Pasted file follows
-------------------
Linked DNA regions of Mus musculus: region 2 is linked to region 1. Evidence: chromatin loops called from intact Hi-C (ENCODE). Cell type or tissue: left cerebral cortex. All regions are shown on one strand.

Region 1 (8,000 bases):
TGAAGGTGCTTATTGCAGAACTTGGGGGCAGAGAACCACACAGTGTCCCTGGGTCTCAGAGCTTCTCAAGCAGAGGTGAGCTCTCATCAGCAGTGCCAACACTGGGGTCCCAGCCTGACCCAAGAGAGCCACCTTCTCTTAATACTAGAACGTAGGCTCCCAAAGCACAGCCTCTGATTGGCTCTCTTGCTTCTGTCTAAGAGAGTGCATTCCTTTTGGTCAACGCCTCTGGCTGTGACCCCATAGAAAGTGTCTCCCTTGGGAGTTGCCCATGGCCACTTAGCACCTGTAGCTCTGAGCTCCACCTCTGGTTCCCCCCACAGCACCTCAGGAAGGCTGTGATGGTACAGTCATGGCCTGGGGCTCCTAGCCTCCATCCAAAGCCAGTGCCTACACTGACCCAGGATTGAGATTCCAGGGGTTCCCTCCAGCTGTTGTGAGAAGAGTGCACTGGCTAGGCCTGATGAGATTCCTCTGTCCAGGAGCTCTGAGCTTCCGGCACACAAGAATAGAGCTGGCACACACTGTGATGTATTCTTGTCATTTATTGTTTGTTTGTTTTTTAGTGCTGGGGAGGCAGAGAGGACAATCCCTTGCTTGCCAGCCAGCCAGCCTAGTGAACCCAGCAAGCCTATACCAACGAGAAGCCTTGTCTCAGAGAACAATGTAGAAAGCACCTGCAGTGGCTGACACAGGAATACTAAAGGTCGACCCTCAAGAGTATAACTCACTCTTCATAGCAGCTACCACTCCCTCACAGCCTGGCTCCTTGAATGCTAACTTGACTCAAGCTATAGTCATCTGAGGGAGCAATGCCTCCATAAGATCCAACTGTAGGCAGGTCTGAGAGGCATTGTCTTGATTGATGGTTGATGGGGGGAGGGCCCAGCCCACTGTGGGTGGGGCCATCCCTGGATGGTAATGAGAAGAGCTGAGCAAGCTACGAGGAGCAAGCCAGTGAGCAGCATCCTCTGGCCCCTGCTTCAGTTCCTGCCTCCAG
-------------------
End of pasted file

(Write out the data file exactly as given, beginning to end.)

Linked DNA regions of Mus musculus: region 2 is linked to region 1. Evidence: chromatin loops called from intact Hi-C (ENCODE). Cell type or tissue: left cerebral cortex. All regions are shown on one strand.

Region 1 (8,000 bases):
TGAAGGTGCTTATTGCAGAACTTGGGGGCAGAGAACCACACAGTGTCCCTGGGTCTCAGAGCTTCTCAAGCAGAGGTGAGCTCTCATCAGCAGTGCCAACACTGGGGTCCCAGCCTGACCCAAGAGAGCCACCTTCTCTTAATACTAGAACGTAGGCTCCCAAAGCACAGCCTCTGATTGGCTCTCTTGCTTCTGTCTAAGAGAGTGCATTCCTTTTGGTCAACGCCTCTGGCTGTGACCCCATAGAAAGTGTCTCCCTTGGGAGTTGCCCATGGCCACTTAGCACCTGTAGCTCTGAGCTCCACCTCTGGTTCCCCCCACAGCACCTCAGGAAGGCTGTGATGGTACAGTCATGGCCTGGGGCTCCTAGCCTCCATCCAAAGCCAGTGCCTACACTGACCCAGGATTGAGATTCCAGGGGTTCCCTCCAGCTGTTGTGAGAAGAGTGCACTGGCTAGGCCTGATGAGATTCCTCTGTCCAGGAGCTCTGAGCTTCCGGCACACAAGAATAGAGCTGGCACACACTGTGATGTATTCTTGTCATTTATTGTTTGTTTGTTTTTTAGTGCTGGGGAGGCAGAGAGGACAATCCCTTGCTTGCCAGCCAGCCAGCCTAGTGAACCCAGCAAGCCTATACCAACGAGAAGCCTTGTCTCAGAGAACAATGTAGAAAGCACCTGCAGTGGCTGACACAGGAATACTAAAGGTCGACCCTCAAGAGTATAACTCACTCTTCATAGCAGCTACCACTCCCTCACAGCCTGGCTCCTTGAATGCTAACTTGACTCAAGCTATAGTCATCTGAGGGAGCAATGCCTCCATAAGATCCAACTGTAGGCAGGTCTGAGAGGCATTGTCTTGATTGATGGTTGATGGGGGGAGGGCCCAGCCCACTGTGGGTGGGGCCATCCCTGGATGGTAATGAGAAGAGCTGAGCAAGCTACGAGGAGCAAGCCAGTGAGCAGCATCCTCTGGCCCCTGCTTCAGTTCCTGCCTCCAG